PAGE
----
Coastal Hearing Aid Center - Encinitas, CA

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“Why am I hearing a ringing noise in my ears?” “How can I make that noise go away?”

You may be suffering from tinnitus, a common hearing condition that manifests noises in your ears that no one else can hear, if you find yourself making these types of statements. You’re not alone. Tinnitus is a condition that impacts millions of people.

Most describe it as ringing in the ears, but it can also sound like a dial tone, pulsing noise, buzzing, or whistling.

Ringing in the ears might seem harmless, depending on its severity. But there are absolutely times when you shouldn’t ignore it. Something more significant might be the underlying cause of these sounds.

You need to take the following 6 symptoms seriously.

1. Your Quality of Life is Being Affected by The Ringing in Your Ears

26% of people who suffer from tinnitus experience symptoms constantly, according to some studies.

This aggravating, ever-present noise can result in all kinds of relationship issues, anxiety, insomnia, and even depression.

Something as basic as listening to your daughter share a recipe on the phone becomes a struggle between her voice and the noise that overpowers it. You might snap at your grandson, who asks a simple question, because the ringing makes you stressed.

A vicious cycle can be the result of this constant ringing. As your stress level goes up, the ringing gets louder. And you get more anxious the louder the noise is and on and on.

If tinnitus is leading to these kinds of life challenges, it’s time to address it. It’s real, and it affects your quality of life. The noise can be reduced or eliminated with available treatment choices.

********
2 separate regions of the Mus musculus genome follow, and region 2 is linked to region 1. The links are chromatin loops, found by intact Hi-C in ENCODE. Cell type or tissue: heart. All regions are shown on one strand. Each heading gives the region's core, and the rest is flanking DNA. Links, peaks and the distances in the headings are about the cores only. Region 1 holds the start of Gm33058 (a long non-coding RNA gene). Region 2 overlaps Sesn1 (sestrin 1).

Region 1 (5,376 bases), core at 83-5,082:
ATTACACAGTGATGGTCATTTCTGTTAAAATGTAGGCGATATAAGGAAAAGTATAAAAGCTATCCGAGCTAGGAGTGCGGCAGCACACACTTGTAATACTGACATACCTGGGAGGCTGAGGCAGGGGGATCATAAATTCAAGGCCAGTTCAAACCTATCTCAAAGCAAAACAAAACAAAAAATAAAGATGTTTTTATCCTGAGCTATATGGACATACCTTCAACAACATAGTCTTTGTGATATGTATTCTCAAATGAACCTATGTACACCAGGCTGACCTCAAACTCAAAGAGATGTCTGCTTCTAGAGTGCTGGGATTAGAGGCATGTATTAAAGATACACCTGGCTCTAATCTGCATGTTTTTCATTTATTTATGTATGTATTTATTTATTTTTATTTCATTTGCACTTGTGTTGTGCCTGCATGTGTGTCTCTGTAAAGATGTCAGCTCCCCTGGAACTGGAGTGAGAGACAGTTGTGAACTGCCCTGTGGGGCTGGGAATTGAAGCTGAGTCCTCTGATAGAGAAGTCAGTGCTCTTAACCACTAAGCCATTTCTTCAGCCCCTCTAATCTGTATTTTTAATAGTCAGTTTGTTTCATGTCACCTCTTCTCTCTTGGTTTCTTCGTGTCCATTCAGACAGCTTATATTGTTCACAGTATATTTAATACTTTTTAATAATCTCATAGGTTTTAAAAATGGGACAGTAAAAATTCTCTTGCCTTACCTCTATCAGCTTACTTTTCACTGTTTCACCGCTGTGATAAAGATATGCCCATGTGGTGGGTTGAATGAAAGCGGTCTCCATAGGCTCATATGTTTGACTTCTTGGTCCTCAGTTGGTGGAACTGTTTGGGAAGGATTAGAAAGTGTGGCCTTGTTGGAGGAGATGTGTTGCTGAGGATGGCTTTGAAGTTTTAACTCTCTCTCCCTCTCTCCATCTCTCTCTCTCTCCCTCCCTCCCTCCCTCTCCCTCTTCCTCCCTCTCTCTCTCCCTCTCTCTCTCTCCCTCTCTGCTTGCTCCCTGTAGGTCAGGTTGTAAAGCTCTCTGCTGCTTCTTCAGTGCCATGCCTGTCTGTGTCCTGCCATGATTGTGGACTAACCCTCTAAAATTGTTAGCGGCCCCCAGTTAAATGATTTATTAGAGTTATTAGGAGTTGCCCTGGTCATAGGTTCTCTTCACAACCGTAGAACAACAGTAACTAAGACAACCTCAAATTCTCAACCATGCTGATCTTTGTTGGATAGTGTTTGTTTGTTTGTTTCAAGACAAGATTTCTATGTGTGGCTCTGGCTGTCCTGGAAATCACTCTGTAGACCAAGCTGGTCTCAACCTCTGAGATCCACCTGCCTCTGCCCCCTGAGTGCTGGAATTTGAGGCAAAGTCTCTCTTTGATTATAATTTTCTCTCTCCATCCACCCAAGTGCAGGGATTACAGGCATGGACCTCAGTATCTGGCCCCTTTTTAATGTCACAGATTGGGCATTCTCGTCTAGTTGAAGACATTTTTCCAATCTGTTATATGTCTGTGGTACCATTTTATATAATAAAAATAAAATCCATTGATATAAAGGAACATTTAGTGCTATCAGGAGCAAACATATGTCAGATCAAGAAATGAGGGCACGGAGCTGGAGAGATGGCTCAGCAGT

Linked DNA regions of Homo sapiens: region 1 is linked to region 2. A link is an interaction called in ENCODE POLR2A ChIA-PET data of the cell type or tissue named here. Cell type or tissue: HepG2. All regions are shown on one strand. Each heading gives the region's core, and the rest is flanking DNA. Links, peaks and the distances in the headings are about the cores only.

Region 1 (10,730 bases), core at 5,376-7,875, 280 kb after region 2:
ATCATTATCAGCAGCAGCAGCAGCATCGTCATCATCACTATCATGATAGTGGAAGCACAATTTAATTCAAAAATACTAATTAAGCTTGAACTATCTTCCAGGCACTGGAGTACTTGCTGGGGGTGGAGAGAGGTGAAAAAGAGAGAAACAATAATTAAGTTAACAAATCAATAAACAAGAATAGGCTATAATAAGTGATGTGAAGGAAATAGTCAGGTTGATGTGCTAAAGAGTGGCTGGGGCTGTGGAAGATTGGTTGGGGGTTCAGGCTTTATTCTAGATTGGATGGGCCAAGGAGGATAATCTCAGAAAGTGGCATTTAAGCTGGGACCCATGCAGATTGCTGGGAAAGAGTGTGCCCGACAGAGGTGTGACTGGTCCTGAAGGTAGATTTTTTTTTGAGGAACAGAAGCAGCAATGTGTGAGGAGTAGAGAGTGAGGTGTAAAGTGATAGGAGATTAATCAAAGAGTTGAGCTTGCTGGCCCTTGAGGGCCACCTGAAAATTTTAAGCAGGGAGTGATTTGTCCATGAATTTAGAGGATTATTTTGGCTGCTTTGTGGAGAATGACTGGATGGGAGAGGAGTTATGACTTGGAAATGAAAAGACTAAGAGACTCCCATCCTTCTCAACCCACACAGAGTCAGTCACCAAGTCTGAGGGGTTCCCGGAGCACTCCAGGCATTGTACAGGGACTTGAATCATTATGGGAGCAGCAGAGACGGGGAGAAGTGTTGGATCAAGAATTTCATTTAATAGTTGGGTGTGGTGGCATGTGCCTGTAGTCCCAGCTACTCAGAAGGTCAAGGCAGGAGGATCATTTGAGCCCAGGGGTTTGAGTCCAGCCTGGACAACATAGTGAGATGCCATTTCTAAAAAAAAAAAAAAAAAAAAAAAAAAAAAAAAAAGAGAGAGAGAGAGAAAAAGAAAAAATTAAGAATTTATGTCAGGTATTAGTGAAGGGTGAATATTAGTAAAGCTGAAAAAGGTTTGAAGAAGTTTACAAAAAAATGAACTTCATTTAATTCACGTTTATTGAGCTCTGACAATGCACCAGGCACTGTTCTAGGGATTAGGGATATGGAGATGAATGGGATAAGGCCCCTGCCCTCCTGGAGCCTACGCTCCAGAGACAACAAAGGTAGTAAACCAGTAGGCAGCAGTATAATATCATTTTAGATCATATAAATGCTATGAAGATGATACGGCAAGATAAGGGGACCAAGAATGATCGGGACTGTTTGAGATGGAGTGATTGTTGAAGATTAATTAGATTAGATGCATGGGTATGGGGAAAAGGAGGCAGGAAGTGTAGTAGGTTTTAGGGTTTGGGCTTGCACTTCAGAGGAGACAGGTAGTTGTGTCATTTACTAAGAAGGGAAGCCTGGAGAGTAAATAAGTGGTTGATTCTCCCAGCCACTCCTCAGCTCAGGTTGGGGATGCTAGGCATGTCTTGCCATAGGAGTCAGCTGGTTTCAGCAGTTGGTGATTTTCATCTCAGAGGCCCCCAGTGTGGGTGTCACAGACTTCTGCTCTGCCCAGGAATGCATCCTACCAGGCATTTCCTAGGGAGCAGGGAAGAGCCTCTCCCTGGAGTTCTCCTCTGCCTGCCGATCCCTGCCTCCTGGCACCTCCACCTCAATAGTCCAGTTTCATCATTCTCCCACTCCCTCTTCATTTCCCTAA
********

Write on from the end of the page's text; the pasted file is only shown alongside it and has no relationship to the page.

2. After You Changed Medications, Your Ears Began to Ring

Whether you have persistent back pain or cancer, doctors might try several different medications to treat the same ailment. Some of these will have side effects so significant that you may want to ask about alternatives. If your tinnitus started or got significantly worse after you started a new drug, check that list of side effects and speak with your doctor.

Tinnitus may be caused by some common medications. Here are a few examples:

  • Antibiotics
  • Over-the-counter painkillers (Tylenol, Aleve, Advil, and even aspirin) when taken several times a day for an extended period of time.
  • Chemo
  • Loop Diuretics
  • Opioids (Pain Killers)

3. It’s Accompanied by Headache, Blurred Vision, or Seizures

This may be a sign that high blood pressure is contributing to your tinnitus. When you have hypertension, the blood flow to your inner ear is compromised. Unregulated high blood pressure is also dangerous for your total health. Age related hearing loss, as time passes, will get worse because of this.

4. You Only Hear it When Leaving a Concert, Gym, or Work

If you leave a noisy place like a bar, concert, factory, or fitness class, and you start to hear tinnitus noises, you were probably exposed to unsafe levels of noise and that’s most likely the cause of these noises. If you ignore this occasional tinnitus and don’t start to protect your ears, it will most likely become permanent over time. And hearing loss will usually accompany it.

If you are going to be exposed to loud noise, use the following to safeguard your hearing:

  • Using earplugs
  • Standing a bit further away from loud speakers
  • At least once an hour, step outside or into the restroom to give your ears a break

If you work in a noisy environment, adhere to work rules pertaining to earmuffs and earplugs. They’re designed to protect you, but they only work if you use protective gear correctly.

5. You Also Have Facial Paralysis

Whether you have ringing in your ears or not, you should never disregard facial paralysis. But when you have paralysis, nausea, headaches, and you also have tinnitus, it’s possible that you may have an acoustic neuroma (a slow growing benign brain tumor).

6. You Experience Fluctuating Hearing Loss With it

Are you experiencing hearing loss that comes and goes? Are you sometimes dizzy? If these symptoms are occurring along with tinnitus, you may need to get evaluated for Menier’s disease. This leads to a fluid imbalance in your ears. Your risk of falling caused by lack of balance will worsen if this disorder is left untreated.

Tinnitus is frequently a sign of hearing loss. So if you are experiencing it, you need to get your hearing checked more frequently. Call us to set up an appointment.

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